Friday, July 12, 2019
The most important book I read growing up was "Ball Four," a hugely-controversial book about baseball written by Jim Bouton who died this week (of dementia at age 80). I can't emphasize enough the impact this sports-expose had on my 13-year old self. Even today "Ball Four" is widely considered the greatest book written about baseball. It was published in 1970.
Jim Bouton was a decent pitcher with some ups and downs in the major league. He pitched well for the Yankees for a few years and ended his career throwing knuckleballs. His real contribution to the sport, however, was not on the playing field: it was revealing the truth about professional ball-players, including legends like Mickey Mantle.
What Bouton disclosed wasn't pretty. He described players routinely acting like foolish boys -- they'd peek up women's dresses, cheat on their wives, drink to excess and gobble down amphetamines. With striking immaturity they slipped mirrors under hotel-room doors to try to glimpse naked ladies, gawked at women at the ballpark, played pranks on each other and generally behaved like jerks.
Coaches were no better. Bouton described most of them as idiots who spout bromides instead of wisdom. Legends like Mantle were exposed: Bouton said Mantle often played hung-over; years later, Mantle admitted he was an alcoholic and sought treatment.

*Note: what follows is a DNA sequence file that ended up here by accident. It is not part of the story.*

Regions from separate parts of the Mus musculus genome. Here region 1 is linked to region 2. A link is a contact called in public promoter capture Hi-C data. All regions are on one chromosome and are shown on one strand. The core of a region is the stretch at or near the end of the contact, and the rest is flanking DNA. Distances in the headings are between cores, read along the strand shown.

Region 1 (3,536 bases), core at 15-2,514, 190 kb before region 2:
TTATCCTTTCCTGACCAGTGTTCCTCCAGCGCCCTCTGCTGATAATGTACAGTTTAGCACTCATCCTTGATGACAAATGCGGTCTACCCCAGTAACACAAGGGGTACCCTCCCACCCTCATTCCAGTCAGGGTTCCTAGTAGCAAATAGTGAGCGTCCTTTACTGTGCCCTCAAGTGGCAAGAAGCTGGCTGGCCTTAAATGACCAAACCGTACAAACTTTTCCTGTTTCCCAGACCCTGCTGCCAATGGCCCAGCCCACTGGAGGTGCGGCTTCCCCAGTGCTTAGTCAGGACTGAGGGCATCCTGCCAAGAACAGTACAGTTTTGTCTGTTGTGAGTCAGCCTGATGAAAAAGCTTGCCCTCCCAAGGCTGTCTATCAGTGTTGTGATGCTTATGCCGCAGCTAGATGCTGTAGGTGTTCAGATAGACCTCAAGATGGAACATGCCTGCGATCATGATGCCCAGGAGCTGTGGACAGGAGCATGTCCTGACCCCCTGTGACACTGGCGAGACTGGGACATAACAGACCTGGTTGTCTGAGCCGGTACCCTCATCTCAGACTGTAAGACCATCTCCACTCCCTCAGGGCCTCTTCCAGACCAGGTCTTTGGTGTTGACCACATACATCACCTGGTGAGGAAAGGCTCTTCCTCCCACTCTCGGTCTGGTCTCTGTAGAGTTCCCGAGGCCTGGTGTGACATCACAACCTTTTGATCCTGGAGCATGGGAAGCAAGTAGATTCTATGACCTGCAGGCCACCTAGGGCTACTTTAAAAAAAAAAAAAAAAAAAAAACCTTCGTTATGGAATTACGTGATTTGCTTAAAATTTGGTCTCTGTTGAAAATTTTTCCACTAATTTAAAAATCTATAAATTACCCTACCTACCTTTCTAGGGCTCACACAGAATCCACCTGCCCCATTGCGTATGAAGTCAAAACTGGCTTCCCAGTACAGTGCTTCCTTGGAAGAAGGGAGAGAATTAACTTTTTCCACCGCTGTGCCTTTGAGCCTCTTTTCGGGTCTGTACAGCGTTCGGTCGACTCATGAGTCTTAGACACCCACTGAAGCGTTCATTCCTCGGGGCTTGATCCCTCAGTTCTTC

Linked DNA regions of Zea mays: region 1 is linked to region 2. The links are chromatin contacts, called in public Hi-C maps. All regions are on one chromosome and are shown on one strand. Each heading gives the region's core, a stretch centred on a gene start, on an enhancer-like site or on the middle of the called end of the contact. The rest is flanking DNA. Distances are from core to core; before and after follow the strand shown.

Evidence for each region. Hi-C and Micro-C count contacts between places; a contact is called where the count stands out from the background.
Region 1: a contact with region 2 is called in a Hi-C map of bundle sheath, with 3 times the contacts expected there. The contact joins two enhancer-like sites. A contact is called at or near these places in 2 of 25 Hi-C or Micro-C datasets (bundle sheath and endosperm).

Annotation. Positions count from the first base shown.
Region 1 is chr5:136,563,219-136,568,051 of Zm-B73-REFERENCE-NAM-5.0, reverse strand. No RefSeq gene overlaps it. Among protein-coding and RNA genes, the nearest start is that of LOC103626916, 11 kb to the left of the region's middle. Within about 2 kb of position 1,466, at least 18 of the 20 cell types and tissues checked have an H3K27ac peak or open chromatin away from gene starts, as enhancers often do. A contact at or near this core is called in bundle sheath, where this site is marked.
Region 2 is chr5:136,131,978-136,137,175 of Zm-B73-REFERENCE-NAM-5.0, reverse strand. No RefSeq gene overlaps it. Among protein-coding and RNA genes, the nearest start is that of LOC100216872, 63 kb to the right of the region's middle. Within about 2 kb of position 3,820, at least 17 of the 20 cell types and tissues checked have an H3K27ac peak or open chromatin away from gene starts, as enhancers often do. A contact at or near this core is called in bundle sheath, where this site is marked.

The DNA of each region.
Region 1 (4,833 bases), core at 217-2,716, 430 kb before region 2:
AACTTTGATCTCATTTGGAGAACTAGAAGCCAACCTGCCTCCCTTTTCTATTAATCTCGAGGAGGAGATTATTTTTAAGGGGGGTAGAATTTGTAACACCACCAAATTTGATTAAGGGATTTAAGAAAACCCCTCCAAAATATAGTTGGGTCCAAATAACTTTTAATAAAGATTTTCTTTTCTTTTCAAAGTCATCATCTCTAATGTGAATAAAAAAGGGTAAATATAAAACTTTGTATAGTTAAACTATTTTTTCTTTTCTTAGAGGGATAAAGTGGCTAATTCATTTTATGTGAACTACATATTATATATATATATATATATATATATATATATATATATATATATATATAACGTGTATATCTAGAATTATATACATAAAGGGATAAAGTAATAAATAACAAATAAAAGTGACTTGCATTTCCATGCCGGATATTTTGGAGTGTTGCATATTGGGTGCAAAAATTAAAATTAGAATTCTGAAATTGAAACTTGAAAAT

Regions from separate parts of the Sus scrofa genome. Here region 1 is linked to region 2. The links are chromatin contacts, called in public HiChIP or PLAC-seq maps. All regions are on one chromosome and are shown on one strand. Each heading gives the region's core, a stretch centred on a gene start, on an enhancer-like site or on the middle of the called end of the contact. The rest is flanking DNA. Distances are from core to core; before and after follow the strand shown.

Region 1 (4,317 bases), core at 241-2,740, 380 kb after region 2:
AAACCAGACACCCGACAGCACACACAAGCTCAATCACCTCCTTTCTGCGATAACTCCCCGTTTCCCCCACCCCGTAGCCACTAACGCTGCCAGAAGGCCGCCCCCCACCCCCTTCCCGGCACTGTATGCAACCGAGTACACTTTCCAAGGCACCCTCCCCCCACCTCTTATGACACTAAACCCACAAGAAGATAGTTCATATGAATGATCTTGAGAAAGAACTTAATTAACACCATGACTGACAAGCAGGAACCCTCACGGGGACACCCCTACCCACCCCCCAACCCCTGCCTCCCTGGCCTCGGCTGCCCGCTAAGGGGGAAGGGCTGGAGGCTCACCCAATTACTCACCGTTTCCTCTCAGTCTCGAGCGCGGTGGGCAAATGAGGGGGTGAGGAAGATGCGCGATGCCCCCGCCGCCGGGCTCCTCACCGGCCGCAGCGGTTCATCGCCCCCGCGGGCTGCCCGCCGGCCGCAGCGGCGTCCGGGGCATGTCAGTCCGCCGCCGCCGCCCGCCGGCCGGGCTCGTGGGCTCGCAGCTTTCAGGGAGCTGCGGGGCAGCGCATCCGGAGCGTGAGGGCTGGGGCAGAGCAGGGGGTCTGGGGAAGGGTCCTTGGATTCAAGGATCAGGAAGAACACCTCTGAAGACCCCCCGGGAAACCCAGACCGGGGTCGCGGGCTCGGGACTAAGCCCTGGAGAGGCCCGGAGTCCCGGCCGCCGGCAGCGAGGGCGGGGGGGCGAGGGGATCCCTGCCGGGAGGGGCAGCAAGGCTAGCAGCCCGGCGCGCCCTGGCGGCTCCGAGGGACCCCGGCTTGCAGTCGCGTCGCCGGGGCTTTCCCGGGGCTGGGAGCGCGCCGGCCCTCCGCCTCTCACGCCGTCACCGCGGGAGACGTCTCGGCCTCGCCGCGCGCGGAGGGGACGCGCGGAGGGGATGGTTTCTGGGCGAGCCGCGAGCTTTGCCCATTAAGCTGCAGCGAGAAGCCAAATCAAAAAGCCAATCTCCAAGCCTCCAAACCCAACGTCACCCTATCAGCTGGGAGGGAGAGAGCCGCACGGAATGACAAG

The book created a furor because the image of baseball at the time was impeccable. Players, thought to be heroes, were now seen as ordinary humans capable of indecency. Naturally the baseball establishment shunned Bouton for decades until it finally came around to realizing that telling the truth isn't a crime. In Bouton's later years he was welcomed back by MLB and even celebrated for his courage.
For me, the book showed societal loss of innocence. Many social traditions were falling at the time and baseball was simply another one. Pretending young men who play the game are better humans than they really are serves no purpose except to line the pockets of rich owners (who, themselves, cheat on their wives and engage in bad behavior). Plus, and this shouldn't be under-valued, the book is funny. Bouton was a natural comedian and his glee in pulling back the curtain on his team-mates is as amusing as it was shocking.